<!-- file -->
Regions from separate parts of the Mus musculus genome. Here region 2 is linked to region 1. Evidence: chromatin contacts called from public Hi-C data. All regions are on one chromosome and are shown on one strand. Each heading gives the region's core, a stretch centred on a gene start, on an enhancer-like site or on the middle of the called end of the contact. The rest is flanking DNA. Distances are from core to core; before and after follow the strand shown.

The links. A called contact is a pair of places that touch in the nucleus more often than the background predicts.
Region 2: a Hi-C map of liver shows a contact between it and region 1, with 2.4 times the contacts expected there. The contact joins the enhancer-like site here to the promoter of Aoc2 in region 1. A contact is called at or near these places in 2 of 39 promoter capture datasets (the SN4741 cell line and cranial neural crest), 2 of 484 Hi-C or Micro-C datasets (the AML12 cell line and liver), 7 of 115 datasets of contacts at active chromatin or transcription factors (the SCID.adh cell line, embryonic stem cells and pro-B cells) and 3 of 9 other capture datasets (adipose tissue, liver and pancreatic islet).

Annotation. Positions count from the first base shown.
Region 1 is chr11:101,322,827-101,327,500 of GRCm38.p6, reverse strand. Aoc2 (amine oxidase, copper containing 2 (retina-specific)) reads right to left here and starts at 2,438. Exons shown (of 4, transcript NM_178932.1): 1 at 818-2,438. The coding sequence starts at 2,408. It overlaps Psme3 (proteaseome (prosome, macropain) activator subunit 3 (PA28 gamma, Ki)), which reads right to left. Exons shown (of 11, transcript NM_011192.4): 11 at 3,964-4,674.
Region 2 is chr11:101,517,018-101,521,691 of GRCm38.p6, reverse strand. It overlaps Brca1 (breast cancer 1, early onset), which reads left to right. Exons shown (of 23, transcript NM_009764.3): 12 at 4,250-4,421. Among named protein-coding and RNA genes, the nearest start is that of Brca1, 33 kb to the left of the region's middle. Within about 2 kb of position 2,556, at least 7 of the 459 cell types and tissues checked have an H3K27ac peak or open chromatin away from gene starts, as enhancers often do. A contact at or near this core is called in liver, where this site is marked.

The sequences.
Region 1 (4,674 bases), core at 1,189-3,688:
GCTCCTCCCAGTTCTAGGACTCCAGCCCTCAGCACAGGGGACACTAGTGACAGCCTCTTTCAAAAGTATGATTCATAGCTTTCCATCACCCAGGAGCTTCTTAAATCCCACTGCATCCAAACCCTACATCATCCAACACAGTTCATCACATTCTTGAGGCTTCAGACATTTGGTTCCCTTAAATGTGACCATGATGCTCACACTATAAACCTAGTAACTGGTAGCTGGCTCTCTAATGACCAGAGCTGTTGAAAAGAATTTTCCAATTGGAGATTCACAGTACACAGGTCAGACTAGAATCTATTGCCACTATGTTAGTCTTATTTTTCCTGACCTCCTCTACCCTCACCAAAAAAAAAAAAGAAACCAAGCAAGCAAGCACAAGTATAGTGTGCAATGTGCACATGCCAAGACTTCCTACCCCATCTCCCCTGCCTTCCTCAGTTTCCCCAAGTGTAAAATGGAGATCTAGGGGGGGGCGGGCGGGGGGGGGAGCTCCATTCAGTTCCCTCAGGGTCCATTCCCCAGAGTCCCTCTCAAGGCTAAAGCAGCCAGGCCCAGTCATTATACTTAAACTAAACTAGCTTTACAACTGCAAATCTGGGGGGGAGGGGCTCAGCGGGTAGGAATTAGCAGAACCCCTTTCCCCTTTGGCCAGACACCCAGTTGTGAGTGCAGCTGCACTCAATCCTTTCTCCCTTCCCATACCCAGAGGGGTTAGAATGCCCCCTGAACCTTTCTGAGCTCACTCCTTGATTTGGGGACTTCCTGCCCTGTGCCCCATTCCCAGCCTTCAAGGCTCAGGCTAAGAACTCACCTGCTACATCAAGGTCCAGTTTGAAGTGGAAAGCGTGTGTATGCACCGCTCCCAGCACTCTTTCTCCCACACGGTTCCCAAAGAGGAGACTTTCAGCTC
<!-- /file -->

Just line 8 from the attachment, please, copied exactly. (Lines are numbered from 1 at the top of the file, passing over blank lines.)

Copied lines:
Region 1 (4,674 bases), core at 1,189-3,688: